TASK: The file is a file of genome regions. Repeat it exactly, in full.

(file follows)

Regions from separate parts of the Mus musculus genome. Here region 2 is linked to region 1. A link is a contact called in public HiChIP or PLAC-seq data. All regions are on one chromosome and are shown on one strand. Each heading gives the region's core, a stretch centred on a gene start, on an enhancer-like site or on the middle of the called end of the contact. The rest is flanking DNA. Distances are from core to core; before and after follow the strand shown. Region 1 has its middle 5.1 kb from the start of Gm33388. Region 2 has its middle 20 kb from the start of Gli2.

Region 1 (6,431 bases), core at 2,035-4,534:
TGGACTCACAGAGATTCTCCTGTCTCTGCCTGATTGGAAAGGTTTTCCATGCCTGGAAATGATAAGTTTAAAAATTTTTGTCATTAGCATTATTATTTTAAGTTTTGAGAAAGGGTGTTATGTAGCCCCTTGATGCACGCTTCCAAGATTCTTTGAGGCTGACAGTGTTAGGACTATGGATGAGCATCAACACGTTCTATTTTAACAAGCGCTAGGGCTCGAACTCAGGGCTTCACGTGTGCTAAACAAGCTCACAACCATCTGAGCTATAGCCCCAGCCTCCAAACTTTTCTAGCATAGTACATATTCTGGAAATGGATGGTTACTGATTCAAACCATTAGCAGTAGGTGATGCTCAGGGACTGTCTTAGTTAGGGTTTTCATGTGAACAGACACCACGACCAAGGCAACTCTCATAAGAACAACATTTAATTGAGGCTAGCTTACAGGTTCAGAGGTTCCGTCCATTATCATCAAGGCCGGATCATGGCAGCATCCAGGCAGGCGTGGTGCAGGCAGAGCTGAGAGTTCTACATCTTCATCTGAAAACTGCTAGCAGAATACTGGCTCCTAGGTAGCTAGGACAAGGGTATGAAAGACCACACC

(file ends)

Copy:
Regions from separate parts of the Mus musculus genome. Here region 2 is linked to region 1. A link is a contact called in public HiChIP or PLAC-seq data. All regions are on one chromosome and are shown on one strand. Each heading gives the region's core, a stretch centred on a gene start, on an enhancer-like site or on the middle of the called end of the contact. The rest is flanking DNA. Distances are from core to core; before and after follow the strand shown. Region 1 has its middle 5.1 kb from the start of Gm33388. Region 2 has its middle 20 kb from the start of Gli2.

Region 1 (6,431 bases), core at 2,035-4,534:
TGGACTCACAGAGATTCTCCTGTCTCTGCCTGATTGGAAAGGTTTTCCATGCCTGGAAATGATAAGTTTAAAAATTTTTGTCATTAGCATTATTATTTTAAGTTTTGAGAAAGGGTGTTATGTAGCCCCTTGATGCACGCTTCCAAGATTCTTTGAGGCTGACAGTGTTAGGACTATGGATGAGCATCAACACGTTCTATTTTAACAAGCGCTAGGGCTCGAACTCAGGGCTTCACGTGTGCTAAACAAGCTCACAACCATCTGAGCTATAGCCCCAGCCTCCAAACTTTTCTAGCATAGTACATATTCTGGAAATGGATGGTTACTGATTCAAACCATTAGCAGTAGGTGATGCTCAGGGACTGTCTTAGTTAGGGTTTTCATGTGAACAGACACCACGACCAAGGCAACTCTCATAAGAACAACATTTAATTGAGGCTAGCTTACAGGTTCAGAGGTTCCGTCCATTATCATCAAGGCCGGATCATGGCAGCATCCAGGCAGGCGTGGTGCAGGCAGAGCTGAGAGTTCTACATCTTCATCTGAAAACTGCTAGCAGAATACTGGCTCCTAGGTAGCTAGGACAAGGGTATGAAAGACCACACC